Nobel Reminders, Prioritizing Prosperity, and Learning from the Ancients
Weekend Reads: October 12, 2018
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A Global Tipping Point: Half the World is Now Middle Class or Wealthier
Homi Kharas and Kristofer Hamel | Brookings Institution | Retweeted by Bryan Caplan
According to research from The Brookings Institution, the majority of human beings across the globe are no longer poor or vulnerable to poverty. What does this “new era of the middle-class majority” mean for global economic demand?
A Nobel Reminder of Why R&D Matters So Much
Noah Smith | Bloomberg | Retweeted by David Beckworth
Growth and development are essential to improve the productivity of a nation, according to recent Nobel Prize winner Paul Romer. But global productivity numbers among the wealthiest nations are stagnating. What insights can economists, business leaders, and communities take from Romer’s growth models?
Everyone Wants the Supreme Court to Thwart Democratic Majorities
Conor Friedersdorf | The Atlantic | Retweeted by Matthew Mitchell
Conor Friedersdorf finds common ground between polarized political factions—the protection of the outnumbered, and the role of the Supreme Court in doing so.
Multiethnic Societies Can Be Stable, Peaceful, and Prosperous
Stephen Davies | American Institute for Economic Research | Shared by Donald Boudreaux
Stephen Davies offers an economic way to think about the collapse of civil order in multi-ethnic/cultural societies, particularly in light of the collapse in recent years of civil discourse in Western democracies.
Transcript: NPR's Interview with China's Ambassador to the US
Steve Inskeep | NPR | Retweeted by Veronique de Rugy
China’s Ambassador to the US, Cui Tiankai, joined NPR to discuss the country’s priorities, Chinese students studying in America, terrorism, the trade war, and understanding President Donald Trump.
How Mexico and Canada Saved NAFTA
Ernesto Zedillo | The Washington Post | Tweeted by Christine McDaniel
Negotiations to get approval from all three nations on the US-Mexico-Canada Trade Agreement (USMCA) required a great deal of patience on all sides. Former President of Mexico Ernesto Zedillo argues that Mexico and Canada took calculated steps to preserve what he finds to be the essential parts of NAFTA.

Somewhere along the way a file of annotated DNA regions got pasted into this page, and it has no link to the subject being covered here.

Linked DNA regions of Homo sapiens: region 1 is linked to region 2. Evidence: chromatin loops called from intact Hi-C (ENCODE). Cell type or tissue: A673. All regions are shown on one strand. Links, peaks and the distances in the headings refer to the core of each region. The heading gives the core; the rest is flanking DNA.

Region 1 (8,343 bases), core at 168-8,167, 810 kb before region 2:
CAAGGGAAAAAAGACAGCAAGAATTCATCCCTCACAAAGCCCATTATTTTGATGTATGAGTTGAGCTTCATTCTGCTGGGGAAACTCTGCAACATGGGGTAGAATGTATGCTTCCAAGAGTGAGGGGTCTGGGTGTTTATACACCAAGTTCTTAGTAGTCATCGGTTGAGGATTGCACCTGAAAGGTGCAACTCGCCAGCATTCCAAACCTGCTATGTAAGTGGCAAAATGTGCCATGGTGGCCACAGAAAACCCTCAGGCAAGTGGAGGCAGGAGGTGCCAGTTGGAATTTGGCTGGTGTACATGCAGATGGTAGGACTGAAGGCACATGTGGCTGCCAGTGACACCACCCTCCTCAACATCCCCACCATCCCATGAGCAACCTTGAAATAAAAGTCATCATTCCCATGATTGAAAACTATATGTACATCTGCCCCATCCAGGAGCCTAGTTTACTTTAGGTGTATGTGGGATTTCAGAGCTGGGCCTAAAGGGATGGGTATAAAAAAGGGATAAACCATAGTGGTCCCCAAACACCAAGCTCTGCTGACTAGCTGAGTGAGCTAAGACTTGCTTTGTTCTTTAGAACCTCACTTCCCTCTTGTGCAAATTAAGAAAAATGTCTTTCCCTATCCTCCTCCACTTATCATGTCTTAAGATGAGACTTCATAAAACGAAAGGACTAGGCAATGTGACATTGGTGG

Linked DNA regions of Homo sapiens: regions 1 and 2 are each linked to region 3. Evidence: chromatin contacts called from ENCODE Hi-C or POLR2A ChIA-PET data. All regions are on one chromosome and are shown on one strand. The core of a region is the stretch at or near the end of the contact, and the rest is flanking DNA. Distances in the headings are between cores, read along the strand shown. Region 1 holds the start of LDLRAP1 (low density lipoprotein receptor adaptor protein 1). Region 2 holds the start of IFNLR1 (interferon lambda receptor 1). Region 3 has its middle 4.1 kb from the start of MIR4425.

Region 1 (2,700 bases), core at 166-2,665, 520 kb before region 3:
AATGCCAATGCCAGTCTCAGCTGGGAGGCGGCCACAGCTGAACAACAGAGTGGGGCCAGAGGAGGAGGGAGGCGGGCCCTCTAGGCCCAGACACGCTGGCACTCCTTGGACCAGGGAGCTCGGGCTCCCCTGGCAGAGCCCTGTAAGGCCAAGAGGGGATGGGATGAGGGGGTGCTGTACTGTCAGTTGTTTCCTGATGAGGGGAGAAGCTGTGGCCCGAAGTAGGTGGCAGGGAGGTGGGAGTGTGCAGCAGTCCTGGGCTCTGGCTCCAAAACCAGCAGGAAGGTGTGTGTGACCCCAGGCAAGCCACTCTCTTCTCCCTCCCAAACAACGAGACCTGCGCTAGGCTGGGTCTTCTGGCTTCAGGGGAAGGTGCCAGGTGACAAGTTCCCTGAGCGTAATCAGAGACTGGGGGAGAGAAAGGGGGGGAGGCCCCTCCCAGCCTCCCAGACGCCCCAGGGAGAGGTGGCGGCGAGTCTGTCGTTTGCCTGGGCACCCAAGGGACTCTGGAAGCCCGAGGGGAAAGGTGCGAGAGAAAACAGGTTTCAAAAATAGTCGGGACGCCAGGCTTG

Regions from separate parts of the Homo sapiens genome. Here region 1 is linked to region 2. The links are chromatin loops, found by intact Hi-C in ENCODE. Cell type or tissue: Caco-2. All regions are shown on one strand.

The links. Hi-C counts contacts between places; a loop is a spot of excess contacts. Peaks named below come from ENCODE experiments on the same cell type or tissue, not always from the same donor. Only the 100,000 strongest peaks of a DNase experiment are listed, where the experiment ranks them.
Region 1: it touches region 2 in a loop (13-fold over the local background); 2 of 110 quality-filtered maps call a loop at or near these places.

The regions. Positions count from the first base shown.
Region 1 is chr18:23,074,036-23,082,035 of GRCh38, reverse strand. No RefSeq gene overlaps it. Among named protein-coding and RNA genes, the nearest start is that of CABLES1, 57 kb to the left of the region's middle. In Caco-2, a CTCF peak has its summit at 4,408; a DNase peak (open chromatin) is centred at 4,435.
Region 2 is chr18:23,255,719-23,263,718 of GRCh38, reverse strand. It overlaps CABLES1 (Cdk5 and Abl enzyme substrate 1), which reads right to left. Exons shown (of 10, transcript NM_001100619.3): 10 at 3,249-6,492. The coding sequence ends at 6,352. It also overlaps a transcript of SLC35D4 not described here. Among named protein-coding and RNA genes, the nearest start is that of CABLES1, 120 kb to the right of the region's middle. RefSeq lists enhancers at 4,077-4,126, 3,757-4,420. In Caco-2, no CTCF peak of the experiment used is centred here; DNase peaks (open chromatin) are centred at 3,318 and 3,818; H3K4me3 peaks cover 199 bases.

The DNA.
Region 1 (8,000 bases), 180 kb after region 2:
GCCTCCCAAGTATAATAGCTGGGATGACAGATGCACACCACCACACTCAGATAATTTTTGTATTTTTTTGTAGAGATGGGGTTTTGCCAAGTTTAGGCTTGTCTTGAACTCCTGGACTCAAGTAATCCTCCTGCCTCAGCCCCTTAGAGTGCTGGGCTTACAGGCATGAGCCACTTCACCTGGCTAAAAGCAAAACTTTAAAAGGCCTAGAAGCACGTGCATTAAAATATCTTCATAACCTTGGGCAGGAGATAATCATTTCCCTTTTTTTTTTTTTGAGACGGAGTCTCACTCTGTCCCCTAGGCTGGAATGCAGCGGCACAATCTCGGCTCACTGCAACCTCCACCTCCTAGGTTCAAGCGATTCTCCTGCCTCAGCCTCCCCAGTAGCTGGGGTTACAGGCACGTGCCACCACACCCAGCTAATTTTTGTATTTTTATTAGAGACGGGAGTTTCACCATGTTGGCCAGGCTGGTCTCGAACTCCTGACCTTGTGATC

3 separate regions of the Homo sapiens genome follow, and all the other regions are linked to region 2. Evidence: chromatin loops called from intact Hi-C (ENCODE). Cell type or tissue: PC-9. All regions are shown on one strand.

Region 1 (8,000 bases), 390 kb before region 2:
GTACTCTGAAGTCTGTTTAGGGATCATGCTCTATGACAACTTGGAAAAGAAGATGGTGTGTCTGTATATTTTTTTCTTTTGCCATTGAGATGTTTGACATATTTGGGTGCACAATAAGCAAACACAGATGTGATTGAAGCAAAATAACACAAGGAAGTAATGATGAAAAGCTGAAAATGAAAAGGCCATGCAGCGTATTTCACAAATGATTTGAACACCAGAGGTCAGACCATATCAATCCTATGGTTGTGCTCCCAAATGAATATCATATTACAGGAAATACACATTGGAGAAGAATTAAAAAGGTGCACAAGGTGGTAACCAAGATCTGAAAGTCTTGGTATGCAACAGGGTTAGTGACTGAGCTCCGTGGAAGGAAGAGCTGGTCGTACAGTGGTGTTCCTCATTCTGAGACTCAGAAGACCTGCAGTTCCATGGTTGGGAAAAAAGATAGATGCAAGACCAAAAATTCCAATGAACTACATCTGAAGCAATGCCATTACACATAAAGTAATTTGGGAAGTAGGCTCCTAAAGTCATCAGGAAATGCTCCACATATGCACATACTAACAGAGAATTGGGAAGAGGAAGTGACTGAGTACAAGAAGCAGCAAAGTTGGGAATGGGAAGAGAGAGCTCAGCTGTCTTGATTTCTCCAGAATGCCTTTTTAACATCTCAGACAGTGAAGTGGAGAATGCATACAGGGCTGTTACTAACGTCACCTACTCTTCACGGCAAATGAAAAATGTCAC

The Dead Beneath London’s Streets
Linda Rodriguez McRobbie | Smithsonian Magazine | Shared by Andrea O’Sullivan
Go back thousands of years and take a peek into the Museum of London’s “Roman Dead” exhibit, featuring the remains of many individuals, animals, and their possessions buried as early as 43 AD.
Why People Are Putting Fitness Trackers on Toilet Paper in China
Jennings Brown | Gizmodo | Shared by Tyler Cowen
Smartwatches have many capabilities, including the ability to track the human heart rate. What happens when experimenters put a smartwatch on a banana or a roll of toilet paper? Read more at Gizmodo to find out.
America’s Economy Isn’t Overheating
Edward P. Lazear | The Wall Street Journal | Retweeted by David Beckworth
Is the US economy reaching the peak of the business cycle, or does it still have some room to continue developing and growing? Full employment numbers, employment-to-population ratios, and the rate of wage growth provide some context to the question.
We Slow as We Age, but May Not Need to Slow Too Much
Gretchen Reynolds | The New York Times | Shared by Tyler Cowen
Researchers from Yale University found a new formula that can help runners determine how their paces will slow as they age—and what can be done to appropriately increase and sustain those times.